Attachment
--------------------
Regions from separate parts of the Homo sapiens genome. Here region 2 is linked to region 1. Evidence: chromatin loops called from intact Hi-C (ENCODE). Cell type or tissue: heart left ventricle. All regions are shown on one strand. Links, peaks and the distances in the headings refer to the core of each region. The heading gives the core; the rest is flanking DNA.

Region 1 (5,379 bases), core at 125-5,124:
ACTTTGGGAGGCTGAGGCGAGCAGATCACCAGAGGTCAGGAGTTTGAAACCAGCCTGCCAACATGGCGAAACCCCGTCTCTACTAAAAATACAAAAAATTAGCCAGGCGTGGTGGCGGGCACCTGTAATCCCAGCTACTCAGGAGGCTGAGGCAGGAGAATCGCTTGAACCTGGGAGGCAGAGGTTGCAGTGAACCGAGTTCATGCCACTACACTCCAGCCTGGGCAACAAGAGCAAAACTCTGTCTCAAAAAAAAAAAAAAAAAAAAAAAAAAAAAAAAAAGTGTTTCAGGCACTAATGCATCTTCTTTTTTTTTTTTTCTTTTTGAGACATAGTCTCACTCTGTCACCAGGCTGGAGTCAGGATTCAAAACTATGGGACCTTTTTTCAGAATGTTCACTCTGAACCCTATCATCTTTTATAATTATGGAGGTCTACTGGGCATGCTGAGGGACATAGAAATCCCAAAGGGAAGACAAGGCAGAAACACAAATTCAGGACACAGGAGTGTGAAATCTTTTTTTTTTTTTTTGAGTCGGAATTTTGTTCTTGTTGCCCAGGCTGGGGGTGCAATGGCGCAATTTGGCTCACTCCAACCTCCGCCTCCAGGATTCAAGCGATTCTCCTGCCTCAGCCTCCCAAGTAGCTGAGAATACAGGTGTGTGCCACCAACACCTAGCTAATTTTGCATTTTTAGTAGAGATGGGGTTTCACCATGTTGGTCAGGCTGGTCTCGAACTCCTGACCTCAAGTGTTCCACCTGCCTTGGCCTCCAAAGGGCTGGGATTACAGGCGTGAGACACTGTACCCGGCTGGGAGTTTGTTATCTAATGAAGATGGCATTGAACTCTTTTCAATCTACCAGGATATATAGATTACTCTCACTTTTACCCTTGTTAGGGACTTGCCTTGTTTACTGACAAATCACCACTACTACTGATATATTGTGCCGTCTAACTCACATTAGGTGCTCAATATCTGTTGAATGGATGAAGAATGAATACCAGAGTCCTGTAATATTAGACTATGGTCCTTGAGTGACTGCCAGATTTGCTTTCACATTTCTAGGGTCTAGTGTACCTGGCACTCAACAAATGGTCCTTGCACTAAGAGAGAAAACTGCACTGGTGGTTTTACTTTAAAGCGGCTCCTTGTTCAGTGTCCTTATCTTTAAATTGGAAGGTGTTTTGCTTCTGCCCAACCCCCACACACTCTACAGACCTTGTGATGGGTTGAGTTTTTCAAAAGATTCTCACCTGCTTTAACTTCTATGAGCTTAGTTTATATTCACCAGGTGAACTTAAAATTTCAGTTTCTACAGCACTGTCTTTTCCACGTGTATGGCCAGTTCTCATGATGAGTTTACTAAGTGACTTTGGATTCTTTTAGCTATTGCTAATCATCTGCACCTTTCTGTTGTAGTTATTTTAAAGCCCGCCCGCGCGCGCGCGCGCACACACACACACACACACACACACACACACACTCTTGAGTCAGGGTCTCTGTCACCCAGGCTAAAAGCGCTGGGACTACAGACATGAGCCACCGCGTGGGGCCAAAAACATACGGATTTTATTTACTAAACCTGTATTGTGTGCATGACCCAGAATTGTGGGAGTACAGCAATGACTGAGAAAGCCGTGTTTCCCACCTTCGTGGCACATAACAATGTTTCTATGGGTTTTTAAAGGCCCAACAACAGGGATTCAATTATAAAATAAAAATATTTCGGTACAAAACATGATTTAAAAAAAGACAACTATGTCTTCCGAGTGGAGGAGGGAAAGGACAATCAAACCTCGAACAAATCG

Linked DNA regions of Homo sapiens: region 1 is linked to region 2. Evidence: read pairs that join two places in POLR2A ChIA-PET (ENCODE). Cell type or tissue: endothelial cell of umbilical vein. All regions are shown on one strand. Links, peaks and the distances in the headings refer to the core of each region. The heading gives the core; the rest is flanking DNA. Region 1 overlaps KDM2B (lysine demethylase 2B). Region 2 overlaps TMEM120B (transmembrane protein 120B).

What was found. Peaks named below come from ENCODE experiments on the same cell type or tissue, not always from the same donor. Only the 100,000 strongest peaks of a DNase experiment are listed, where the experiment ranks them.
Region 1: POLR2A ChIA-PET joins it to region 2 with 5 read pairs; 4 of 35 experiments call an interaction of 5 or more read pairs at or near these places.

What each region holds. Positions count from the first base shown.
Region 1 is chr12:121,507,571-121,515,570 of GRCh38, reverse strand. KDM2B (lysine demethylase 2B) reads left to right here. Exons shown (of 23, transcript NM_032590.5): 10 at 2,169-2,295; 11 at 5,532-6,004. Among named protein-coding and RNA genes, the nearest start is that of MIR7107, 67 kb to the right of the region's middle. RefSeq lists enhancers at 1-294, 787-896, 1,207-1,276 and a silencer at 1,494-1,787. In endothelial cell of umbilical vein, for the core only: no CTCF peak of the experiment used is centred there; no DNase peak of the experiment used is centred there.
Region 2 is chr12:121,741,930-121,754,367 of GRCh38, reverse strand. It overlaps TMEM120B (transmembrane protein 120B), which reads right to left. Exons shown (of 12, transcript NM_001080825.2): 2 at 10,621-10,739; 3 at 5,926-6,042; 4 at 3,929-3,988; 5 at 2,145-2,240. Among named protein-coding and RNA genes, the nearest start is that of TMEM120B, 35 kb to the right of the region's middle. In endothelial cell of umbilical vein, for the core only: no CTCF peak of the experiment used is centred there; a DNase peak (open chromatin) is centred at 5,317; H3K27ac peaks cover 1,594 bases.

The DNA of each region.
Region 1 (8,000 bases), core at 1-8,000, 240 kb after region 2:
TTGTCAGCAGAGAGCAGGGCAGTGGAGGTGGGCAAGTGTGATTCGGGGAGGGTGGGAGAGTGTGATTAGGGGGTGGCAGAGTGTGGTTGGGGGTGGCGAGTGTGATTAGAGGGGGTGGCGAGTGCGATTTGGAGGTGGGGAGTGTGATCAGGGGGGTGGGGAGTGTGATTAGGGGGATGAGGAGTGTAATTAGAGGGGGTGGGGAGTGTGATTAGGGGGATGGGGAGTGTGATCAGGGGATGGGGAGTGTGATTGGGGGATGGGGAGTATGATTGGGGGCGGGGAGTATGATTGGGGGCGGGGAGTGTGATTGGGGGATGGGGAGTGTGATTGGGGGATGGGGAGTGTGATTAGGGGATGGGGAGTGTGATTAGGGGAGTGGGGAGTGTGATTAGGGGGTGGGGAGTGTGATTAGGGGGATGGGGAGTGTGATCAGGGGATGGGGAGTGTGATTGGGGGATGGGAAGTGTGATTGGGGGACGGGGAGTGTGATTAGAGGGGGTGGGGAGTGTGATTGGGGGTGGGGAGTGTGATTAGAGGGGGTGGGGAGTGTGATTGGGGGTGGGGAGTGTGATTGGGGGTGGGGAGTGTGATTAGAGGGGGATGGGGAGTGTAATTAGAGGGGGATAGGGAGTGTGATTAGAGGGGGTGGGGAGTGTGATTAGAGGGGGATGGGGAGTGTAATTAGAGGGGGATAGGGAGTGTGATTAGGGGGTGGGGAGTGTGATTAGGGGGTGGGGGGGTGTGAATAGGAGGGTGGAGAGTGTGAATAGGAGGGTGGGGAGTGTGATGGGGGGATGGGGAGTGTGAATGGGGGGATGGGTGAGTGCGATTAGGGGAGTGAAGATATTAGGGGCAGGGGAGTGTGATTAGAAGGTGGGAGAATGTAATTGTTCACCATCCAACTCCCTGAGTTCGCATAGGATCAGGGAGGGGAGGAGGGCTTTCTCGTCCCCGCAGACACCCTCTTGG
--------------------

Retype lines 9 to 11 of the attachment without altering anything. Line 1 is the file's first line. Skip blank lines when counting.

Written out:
Region 2 is chr12:121,741,930-121,754,367 of GRCh38, reverse strand. It overlaps TMEM120B (transmembrane protein 120B), which reads right to left. Exons shown (of 12, transcript NM_001080825.2): 2 at 10,621-10,739; 3 at 5,926-6,042; 4 at 3,929-3,988; 5 at 2,145-2,240. Among named protein-coding and RNA genes, the nearest start is that of TMEM120B, 35 kb to the right of the region's middle. In endothelial cell of umbilical vein, for the core only: no CTCF peak of the experiment used is centred there; a DNase peak (open chromatin) is centred at 5,317; H3K27ac peaks cover 1,594 bases.

The DNA of each region.
Region 1 (8,000 bases), core at 1-8,000, 240 kb after region 2: